But closer to home, what does it say that in the face of a recession, even a depression, it feels better, at least for some of us, than what we had before? We’re hearing more often from opinion writers in NZ that it would be better to open up the economy and risk some lives so that the wheels of the economy can be turned over sooner rather than later. Well, fuck them. I can’t think of anything worse. I don’t think one life is worth that risk. But apart from that, I hate—let me emphasise that word, HATE—the mouse wheel of our economic output dictating how we do our humanity. It’s been the wrong way round for a long time. The economy has been driving us. The system has been driving us. Greed has been driving us. These systems were built for our benefit, but they have not proven to be for our collective benefit—they have been millstones around our necks.
We all have to work, we all have to eat, we all need to pay for a roof over our heads—but what we’ve come to see over the past four weeks of lockdown is that the system we serve isn’t about these things. It’s about consumption and accumulation and greed. And most of us have been living as if trapped between the gears. I don’t look forward to that returning.

Which brings me to another area I haven’t been missing—the compulsion to spend money, whether on comforts or entertainment or consumption or addictions. I can’t be the only one surprised every time I open up my Westpac app to discover nothing has been taken out since the last time I opened it. I don’t want to go back to the days of seeing that balance fritter away on … nothing.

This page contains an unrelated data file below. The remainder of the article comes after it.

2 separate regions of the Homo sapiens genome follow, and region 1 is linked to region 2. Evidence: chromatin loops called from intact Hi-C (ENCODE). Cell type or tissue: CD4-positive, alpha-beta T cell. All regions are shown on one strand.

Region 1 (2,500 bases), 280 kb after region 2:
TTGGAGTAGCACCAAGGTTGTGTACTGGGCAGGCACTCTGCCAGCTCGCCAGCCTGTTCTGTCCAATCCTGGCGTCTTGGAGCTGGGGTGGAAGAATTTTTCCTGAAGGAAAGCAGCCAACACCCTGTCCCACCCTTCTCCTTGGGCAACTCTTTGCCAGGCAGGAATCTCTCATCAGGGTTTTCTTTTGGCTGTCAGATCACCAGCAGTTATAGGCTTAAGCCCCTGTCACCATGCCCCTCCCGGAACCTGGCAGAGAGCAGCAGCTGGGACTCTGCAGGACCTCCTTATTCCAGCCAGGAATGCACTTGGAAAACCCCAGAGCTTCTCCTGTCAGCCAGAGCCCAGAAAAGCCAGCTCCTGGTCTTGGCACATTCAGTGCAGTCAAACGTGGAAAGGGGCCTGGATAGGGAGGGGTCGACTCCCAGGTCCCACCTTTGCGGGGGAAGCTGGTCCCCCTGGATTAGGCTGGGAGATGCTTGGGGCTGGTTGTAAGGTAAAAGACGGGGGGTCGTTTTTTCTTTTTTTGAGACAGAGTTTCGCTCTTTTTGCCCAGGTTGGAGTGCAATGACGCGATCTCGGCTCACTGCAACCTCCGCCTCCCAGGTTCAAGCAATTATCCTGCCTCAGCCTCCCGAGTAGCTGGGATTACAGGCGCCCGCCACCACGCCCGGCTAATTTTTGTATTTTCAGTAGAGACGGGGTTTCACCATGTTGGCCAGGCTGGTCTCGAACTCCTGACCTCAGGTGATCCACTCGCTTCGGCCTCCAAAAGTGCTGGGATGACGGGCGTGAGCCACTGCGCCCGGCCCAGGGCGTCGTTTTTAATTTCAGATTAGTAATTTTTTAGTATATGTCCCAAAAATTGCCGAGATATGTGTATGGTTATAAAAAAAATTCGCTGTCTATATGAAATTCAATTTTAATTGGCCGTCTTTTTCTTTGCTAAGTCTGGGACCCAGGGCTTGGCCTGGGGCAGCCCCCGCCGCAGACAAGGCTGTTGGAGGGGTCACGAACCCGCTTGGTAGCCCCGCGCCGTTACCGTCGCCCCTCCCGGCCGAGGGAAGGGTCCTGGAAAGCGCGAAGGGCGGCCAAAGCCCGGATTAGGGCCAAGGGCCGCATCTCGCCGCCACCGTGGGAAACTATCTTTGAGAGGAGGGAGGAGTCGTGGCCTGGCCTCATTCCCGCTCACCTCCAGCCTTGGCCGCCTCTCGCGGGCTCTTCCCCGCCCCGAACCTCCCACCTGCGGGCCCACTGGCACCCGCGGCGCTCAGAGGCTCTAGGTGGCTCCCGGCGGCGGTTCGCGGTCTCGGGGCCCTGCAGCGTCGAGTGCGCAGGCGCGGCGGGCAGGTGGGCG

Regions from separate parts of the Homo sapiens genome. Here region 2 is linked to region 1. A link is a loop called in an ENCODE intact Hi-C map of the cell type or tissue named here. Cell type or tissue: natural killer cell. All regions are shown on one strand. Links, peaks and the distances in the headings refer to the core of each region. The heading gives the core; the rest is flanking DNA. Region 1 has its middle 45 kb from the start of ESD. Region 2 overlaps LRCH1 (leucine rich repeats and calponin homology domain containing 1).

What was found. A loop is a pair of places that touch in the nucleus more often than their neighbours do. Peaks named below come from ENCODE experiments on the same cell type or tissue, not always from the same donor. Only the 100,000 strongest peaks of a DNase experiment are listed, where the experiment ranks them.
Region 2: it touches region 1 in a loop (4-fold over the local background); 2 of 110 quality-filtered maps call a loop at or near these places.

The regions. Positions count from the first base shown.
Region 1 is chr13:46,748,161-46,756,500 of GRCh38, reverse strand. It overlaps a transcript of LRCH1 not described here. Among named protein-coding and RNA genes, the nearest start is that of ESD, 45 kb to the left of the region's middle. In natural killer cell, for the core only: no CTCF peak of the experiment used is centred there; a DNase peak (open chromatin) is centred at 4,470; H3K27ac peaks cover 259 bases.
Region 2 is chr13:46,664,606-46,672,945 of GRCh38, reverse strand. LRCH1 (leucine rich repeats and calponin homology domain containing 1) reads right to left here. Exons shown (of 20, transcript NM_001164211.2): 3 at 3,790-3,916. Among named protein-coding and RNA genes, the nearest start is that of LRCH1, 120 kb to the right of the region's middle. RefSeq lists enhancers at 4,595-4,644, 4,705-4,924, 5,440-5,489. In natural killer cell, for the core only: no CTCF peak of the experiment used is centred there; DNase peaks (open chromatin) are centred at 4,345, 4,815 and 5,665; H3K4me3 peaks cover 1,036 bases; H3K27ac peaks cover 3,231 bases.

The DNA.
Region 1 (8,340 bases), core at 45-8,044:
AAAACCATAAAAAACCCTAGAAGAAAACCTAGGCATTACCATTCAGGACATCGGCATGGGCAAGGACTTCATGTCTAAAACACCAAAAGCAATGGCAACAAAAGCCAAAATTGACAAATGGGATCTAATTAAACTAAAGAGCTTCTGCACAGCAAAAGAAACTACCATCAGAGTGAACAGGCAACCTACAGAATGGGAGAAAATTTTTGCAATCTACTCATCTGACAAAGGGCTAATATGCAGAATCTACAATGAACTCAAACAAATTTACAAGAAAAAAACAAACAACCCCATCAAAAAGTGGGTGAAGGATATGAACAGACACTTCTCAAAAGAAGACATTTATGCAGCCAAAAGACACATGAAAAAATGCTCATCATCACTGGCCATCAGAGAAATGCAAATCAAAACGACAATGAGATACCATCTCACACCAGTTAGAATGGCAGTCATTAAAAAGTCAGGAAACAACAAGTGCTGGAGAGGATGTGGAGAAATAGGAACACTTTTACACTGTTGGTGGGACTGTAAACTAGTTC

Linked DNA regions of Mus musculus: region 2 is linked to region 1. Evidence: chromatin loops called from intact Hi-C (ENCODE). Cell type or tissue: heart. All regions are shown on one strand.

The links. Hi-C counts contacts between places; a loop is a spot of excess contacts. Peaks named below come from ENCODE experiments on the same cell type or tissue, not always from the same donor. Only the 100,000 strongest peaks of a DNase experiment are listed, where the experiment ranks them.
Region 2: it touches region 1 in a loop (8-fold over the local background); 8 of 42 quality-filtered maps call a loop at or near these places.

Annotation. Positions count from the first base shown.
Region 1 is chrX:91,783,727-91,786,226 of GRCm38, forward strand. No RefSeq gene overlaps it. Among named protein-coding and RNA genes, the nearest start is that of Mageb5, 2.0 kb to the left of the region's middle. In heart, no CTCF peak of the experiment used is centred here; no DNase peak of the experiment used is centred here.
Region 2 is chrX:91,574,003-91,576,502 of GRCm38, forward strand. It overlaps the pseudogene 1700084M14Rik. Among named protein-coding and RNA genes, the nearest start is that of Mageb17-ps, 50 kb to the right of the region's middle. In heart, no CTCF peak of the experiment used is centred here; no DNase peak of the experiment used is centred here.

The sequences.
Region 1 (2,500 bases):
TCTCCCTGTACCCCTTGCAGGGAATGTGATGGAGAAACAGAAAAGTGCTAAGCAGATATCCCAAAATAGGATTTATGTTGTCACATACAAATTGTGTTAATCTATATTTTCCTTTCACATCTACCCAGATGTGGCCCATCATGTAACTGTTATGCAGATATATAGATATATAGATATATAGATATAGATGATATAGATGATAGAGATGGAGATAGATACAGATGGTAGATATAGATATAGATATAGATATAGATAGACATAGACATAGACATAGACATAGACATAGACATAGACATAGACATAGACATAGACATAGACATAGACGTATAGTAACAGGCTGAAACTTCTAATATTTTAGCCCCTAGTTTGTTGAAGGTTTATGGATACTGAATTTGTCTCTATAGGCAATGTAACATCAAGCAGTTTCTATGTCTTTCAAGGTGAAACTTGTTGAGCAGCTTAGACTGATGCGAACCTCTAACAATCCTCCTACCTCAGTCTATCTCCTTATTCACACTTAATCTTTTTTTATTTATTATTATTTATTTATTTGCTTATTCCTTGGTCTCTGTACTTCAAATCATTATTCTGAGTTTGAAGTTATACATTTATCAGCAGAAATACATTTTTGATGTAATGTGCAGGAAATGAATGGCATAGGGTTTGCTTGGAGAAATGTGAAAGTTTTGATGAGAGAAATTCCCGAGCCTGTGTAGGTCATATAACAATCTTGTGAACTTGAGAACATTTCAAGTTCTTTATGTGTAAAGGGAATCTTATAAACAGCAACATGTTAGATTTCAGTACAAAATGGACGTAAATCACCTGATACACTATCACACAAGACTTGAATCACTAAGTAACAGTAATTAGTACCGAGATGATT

I also don’t miss the bullshit of people. I’m not referring to the serious issues that weigh people down and necessitate some community or relational support. I’m talking about the bullshit that doesn’t matter. The gossip. The judgmentalism. The fabricated dramas. I have loved being able to concentrate only on the things that matter to my household, things which, it turns out, are not very major at all.
I live in a constant start of concern for my daughters—I have come to realise that over the past few weeks as well. But for the period of lockdown I haven’t worried at all. Three of the four are here, with us, under our watch. The fourth is with her boyfriend on the family farm up north and is painting and rediscovering her centre and bathing in nature. It’s about the most content I’ve felt as a father since they all lived under our roof. I don’t ever want to lose that sense of contentment and security again.

I needed this. On a personal, artistic and professional level—I needed this. But the global needed it too. The revs have been too high for too long. I’d say 20 years, at least, from just before 9/11—the globe has been spinning too fast and we needed a pause before we all got thrown off.

I hate that thousands have died to make this reset happen—but I hope and pray their sacrifice one day proves to be worthwhile (while also knowing that it can never be).

Most of all, I hope that we NEVER go back to normal.